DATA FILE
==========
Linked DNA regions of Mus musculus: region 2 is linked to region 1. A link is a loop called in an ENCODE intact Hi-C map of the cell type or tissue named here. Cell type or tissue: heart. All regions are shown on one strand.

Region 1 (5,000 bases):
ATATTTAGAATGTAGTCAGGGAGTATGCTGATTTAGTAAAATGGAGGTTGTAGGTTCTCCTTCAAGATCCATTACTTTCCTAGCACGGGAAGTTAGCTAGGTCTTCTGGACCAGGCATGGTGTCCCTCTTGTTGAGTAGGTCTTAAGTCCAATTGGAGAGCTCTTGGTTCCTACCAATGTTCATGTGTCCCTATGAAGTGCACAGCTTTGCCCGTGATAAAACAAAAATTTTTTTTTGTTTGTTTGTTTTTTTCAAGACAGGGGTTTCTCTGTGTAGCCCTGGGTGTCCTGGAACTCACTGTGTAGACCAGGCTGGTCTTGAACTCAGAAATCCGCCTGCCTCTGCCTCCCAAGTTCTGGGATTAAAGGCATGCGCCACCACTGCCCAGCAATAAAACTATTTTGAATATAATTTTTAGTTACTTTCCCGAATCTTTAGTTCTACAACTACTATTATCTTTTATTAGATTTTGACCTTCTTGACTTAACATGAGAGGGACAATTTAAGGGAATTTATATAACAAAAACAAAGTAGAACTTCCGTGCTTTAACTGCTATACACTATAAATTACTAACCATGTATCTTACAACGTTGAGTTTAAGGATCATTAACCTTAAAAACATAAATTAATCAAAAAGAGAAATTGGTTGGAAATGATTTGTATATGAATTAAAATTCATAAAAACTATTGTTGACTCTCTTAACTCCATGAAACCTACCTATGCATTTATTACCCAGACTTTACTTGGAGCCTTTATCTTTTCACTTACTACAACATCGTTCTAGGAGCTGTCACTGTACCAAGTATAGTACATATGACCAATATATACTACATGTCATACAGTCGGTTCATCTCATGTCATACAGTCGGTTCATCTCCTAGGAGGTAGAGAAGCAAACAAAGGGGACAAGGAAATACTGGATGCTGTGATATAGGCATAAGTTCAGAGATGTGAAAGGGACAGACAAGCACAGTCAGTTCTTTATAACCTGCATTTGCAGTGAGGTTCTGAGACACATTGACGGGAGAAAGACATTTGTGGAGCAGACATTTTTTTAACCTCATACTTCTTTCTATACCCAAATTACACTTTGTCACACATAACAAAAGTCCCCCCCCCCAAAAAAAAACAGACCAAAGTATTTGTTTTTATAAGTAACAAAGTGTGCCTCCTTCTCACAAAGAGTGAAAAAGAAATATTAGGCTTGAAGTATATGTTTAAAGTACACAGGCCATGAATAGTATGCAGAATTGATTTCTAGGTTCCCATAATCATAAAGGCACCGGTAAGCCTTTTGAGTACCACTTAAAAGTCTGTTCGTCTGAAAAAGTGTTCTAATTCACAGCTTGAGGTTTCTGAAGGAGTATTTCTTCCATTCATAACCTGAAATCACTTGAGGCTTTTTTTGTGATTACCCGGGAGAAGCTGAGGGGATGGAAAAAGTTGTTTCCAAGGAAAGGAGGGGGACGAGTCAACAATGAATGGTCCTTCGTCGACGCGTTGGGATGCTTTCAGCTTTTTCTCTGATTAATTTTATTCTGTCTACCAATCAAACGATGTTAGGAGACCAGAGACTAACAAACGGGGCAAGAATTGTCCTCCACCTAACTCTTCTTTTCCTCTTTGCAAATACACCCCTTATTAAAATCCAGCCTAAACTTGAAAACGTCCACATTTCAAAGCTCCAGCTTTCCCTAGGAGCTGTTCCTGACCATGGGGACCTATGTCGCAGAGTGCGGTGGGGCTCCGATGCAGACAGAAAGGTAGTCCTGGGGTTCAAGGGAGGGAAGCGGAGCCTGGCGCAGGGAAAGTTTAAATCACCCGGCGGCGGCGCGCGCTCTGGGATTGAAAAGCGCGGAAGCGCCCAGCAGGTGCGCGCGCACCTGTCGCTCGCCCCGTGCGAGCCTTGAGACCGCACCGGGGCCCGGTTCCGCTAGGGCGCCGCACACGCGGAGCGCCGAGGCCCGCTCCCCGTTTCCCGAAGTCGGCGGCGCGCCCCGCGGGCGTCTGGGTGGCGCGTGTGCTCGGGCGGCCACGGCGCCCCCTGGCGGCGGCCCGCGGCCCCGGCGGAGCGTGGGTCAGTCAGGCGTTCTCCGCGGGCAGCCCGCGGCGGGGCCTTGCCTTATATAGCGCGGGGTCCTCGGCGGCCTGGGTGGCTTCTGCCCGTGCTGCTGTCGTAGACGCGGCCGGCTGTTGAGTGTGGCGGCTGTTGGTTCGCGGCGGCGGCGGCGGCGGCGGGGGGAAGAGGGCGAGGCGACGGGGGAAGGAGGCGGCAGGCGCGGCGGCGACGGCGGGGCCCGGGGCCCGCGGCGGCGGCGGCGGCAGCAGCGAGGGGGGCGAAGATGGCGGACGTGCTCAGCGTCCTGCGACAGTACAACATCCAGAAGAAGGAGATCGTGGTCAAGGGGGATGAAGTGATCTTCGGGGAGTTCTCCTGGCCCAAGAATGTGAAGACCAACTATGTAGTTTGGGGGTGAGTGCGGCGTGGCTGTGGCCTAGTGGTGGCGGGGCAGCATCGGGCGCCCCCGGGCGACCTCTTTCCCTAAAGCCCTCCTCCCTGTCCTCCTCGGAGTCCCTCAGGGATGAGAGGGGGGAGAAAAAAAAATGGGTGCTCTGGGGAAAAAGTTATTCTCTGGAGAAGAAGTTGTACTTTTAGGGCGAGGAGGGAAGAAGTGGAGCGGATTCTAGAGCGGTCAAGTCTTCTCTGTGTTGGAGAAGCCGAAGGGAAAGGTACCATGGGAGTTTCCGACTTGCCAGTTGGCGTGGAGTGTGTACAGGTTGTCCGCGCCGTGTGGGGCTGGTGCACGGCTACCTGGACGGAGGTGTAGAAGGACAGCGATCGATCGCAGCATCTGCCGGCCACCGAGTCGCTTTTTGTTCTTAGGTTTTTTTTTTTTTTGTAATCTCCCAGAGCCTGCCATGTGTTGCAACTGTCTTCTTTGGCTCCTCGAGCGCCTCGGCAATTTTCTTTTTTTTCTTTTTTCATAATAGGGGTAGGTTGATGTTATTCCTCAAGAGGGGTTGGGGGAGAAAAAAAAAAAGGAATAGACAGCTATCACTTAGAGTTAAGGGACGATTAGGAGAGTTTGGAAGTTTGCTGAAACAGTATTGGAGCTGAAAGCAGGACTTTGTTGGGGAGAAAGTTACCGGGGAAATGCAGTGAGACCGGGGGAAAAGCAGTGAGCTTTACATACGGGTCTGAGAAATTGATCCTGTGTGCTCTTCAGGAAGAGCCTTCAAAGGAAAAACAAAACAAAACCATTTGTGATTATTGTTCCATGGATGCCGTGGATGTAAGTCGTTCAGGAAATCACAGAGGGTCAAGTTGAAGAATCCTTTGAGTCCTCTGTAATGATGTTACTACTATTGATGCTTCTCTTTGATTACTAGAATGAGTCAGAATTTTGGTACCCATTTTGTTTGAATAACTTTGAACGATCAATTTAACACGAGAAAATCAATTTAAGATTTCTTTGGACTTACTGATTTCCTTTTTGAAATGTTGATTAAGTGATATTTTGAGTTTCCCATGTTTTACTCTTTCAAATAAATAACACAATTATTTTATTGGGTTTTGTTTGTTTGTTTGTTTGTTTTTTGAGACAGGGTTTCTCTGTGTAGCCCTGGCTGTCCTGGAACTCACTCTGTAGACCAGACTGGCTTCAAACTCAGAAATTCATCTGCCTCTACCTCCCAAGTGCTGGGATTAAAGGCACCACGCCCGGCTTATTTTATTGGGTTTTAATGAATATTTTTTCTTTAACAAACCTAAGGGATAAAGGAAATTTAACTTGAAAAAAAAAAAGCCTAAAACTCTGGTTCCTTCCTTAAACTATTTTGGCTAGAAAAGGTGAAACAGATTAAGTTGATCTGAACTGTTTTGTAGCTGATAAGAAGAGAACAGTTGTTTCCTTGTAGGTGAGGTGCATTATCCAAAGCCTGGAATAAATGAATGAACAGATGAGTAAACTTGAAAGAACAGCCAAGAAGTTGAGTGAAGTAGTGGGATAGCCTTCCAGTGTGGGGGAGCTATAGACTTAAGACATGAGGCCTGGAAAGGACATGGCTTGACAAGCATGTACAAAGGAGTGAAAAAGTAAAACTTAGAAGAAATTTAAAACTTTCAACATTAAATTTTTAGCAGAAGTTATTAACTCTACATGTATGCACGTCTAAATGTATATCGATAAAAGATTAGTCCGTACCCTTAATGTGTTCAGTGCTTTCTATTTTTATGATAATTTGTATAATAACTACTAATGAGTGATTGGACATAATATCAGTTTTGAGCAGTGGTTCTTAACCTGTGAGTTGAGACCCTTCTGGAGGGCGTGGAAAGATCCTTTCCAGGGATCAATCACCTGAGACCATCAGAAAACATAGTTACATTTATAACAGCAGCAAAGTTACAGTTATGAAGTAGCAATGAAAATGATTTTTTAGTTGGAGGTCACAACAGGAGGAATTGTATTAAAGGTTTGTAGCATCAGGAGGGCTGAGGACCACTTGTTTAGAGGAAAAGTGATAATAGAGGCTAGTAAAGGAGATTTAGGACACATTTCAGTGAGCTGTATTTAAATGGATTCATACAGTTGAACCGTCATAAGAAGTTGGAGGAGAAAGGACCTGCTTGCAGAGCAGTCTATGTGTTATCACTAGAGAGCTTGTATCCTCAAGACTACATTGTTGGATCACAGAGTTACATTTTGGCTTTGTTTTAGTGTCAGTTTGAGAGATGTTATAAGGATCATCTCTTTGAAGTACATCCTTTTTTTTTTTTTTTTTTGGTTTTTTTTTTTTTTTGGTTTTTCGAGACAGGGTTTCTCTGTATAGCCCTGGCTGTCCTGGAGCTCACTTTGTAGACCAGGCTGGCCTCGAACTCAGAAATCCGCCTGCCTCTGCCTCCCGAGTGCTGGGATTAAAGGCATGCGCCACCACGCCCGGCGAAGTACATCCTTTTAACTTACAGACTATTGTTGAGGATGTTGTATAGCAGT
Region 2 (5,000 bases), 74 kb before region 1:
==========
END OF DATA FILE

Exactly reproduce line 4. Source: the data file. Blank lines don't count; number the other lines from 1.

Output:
Region 2 (5,000 bases), 74 kb before region 1: